CARACAS, Venezuela -- A European Union mission has been sent to Caracas to lay ground work for fresh elections meant to resolve Venezuela's grinding crisis.
Representatives the International Contact Group, an initiative comprising eight EU member states and four Latin American countries, will present proposals to members of President Nicolas Maduro's autocratic regime and the opposition Thursday and Friday. The plans haven't been made public, but Maja Kocijancic, an EU spokeswoman, said in an email the ICG sought to find a "democratic solution and to discuss a possible way forward with a view to create the conditions for a negotiated electoral path."
National Assembly Vice President Stalin Gonzalez said on Wednesday that allies of Juan Guaido, the head of the powerless legislature who says he is the nation's rightful president, had agreed to meet with the mission. "They put a lot of emphasis on observing free elections," he said declining to give further details of the proposals.
At its founding this year, the group underscored the importance of new elections supervised by international independent observers.
For months, Venezuela has been rocked by often violent unrest as Guaido rallies his countrymen and more than 50 nations behind him to end Maduro's rule. Even as hyperinflation, crippling international sanctions and dysfunction bring this oil-rich country low, the regime has clung to power thanks to support from the military and allies like Russia and China.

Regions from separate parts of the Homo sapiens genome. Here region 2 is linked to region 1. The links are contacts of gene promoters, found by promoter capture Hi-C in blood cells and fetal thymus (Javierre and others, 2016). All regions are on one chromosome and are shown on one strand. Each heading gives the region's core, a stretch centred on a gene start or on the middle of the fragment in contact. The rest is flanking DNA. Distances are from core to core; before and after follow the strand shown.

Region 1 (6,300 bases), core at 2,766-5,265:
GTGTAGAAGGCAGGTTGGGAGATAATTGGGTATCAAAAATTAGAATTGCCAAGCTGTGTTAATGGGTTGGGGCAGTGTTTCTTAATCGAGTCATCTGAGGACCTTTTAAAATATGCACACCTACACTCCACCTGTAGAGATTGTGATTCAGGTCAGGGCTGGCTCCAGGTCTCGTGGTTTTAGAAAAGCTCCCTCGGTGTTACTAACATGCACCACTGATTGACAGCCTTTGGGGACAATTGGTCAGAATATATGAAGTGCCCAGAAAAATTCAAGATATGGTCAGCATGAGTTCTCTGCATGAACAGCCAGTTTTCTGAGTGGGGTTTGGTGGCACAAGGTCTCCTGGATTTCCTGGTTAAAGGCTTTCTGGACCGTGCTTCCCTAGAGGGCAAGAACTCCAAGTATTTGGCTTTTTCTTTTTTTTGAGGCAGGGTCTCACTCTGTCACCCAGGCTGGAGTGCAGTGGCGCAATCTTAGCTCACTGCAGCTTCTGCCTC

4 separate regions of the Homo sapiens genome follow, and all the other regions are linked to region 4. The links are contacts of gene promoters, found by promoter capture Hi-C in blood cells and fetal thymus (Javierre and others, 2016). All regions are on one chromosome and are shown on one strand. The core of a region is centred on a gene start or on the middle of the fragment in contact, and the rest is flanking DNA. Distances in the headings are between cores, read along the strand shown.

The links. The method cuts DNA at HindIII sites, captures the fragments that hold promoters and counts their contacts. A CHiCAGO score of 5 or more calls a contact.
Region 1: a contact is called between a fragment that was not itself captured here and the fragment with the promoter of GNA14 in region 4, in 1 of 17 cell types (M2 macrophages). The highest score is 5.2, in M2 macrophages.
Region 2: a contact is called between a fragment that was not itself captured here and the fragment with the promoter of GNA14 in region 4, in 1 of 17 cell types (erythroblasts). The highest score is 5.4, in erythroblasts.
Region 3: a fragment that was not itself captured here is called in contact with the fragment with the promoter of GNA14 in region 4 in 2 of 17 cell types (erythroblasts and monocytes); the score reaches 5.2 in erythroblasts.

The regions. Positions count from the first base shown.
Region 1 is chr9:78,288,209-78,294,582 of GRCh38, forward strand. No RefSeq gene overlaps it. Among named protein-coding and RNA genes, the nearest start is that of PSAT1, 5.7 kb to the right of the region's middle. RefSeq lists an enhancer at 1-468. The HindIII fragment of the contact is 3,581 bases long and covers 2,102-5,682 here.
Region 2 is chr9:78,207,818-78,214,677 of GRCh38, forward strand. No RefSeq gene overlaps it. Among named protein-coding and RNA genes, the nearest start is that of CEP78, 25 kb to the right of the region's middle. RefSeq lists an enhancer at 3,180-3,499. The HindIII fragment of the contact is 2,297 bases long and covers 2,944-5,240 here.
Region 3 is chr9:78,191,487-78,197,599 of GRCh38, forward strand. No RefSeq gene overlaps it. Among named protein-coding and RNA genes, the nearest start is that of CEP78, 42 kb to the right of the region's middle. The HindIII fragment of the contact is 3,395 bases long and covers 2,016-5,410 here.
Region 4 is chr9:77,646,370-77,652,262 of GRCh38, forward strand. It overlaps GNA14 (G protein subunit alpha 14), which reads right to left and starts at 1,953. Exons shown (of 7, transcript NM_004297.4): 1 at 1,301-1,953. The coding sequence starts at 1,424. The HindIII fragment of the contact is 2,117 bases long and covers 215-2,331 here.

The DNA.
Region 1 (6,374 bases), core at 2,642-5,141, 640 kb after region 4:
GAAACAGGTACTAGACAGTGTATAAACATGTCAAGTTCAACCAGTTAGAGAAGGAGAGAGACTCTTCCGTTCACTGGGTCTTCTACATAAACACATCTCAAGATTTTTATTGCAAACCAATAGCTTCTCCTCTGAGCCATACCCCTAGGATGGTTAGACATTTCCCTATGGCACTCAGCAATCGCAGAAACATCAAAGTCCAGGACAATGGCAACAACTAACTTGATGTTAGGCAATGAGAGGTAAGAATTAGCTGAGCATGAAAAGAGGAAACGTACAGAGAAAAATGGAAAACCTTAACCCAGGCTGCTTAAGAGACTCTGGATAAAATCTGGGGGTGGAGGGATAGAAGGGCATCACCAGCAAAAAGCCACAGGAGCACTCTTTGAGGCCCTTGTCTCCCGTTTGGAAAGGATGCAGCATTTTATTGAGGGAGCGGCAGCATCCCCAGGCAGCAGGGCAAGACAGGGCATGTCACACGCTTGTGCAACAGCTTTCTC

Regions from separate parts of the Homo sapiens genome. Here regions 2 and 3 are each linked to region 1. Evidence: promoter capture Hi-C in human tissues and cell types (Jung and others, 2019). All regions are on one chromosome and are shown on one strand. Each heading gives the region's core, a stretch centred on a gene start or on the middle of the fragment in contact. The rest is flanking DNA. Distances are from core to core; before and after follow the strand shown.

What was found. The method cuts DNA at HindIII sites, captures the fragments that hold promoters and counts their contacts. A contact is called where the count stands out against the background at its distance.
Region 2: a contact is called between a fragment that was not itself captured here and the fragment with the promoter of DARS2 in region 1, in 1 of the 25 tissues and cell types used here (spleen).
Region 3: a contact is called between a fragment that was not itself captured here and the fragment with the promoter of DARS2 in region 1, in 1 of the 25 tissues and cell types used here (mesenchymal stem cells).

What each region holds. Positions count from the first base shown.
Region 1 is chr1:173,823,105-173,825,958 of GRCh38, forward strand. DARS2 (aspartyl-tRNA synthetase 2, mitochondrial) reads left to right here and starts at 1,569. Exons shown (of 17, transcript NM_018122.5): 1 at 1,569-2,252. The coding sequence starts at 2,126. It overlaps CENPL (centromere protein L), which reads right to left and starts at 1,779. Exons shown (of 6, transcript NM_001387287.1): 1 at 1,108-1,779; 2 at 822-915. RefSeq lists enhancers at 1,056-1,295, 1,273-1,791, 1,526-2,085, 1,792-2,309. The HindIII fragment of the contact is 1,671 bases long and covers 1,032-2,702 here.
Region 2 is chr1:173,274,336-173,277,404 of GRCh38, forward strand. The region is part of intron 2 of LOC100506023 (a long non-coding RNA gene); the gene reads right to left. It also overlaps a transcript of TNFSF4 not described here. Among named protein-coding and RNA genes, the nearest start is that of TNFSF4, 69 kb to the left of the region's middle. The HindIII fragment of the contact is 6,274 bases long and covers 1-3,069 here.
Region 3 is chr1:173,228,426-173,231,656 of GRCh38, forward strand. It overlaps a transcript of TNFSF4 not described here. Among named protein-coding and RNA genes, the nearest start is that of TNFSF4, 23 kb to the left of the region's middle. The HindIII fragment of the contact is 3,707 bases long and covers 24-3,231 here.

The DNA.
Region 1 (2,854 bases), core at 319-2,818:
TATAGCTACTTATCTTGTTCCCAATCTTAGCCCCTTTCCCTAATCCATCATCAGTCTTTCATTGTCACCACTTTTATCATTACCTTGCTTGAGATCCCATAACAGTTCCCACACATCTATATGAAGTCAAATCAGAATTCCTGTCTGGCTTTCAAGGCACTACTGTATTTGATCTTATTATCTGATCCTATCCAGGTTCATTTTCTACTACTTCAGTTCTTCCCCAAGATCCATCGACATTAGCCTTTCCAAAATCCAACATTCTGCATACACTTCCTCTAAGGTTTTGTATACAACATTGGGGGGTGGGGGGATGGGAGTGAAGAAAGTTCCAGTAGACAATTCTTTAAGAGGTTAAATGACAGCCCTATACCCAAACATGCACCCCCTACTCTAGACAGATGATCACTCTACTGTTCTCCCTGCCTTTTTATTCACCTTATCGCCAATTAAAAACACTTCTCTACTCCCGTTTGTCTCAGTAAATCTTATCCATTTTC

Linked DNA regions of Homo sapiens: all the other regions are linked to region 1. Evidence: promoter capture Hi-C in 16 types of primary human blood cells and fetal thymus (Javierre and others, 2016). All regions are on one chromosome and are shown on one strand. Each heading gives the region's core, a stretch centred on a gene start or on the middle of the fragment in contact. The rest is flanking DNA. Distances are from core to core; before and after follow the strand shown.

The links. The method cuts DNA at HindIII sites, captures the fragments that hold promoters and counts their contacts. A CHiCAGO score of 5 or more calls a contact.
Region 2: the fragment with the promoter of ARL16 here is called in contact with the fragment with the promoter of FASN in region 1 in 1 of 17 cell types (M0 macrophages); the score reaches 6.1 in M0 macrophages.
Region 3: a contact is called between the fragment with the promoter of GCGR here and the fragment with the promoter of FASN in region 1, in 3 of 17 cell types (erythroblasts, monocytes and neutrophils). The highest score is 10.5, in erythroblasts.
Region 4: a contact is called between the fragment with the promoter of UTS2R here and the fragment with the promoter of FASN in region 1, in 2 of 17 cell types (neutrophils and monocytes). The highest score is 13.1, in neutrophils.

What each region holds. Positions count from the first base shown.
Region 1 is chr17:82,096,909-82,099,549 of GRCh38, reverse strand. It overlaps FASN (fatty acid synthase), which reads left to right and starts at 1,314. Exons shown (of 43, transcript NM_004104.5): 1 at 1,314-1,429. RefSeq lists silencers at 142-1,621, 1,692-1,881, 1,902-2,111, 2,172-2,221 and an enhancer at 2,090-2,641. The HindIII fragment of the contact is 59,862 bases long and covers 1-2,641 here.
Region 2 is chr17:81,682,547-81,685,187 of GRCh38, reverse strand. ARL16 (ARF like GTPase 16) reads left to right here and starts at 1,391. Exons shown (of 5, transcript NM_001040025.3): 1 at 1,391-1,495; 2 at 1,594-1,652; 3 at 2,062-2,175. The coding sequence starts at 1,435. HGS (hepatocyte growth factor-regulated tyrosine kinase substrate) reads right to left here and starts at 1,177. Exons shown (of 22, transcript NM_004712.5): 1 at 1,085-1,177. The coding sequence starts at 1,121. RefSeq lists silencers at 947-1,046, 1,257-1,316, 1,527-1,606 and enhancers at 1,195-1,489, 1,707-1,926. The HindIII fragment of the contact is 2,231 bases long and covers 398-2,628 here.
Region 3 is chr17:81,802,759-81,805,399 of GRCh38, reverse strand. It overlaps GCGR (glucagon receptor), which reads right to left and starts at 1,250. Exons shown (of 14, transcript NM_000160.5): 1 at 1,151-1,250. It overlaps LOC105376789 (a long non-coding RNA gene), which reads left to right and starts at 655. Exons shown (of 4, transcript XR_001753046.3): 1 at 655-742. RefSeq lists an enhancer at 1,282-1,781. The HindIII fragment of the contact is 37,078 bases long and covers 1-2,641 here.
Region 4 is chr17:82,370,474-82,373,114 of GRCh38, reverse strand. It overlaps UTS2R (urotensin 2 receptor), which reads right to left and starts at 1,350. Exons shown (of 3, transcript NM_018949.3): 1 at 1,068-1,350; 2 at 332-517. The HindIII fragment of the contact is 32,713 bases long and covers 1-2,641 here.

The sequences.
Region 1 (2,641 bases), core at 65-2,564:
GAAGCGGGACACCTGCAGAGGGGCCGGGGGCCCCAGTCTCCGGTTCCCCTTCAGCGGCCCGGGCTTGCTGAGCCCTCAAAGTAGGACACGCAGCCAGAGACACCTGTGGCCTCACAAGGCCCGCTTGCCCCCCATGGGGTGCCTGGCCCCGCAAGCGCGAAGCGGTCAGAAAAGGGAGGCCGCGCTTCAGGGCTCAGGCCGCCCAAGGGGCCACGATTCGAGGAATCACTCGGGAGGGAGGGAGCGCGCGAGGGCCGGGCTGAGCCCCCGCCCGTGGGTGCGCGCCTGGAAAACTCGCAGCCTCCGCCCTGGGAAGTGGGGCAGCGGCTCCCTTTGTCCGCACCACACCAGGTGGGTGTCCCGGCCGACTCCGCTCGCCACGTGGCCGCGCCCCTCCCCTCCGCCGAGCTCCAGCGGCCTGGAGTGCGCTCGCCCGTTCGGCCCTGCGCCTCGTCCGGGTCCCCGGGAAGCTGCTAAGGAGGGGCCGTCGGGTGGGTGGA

EU foreign policy chief Federica Mogherini told reporters in Brussels this week that the mission would meet "not only with the two sides, but also with different stakeholders in Caracas," without providing further details.
Observers say the visit could be the initial step toward breaking Venezuela's stalemate. But expectations are low after opposition leadership tried to spark a military uprising last month and the regime responded with one of the most aggressive crackdowns to date. Guaido's No. 2, National Assembly Vice President Edgar Zambrano, was jailed last week, and many other top allies have since fled the country or gone into hiding.
Since kicking off a wave of protests earlier this year, Guaido has demanded that Maduro step down so fresh elections can be held. On Tuesday, he told reporters that his rival's resignation was a prerequisite for any new election.
"In order to have real and free elections, the usurpation has to end beforehand," he said. For the moment, it can't be the other way around," he added, alluding to the possibility of having Maduro in power while running as a presidential candidate.
Maduro has repeatedly called for talks, but critics say the overtures are a mere ploy to ease pressure in the streets. Regional leaders and the Vatican have tried to broker solutions during waves of unrest, but each attempt failed.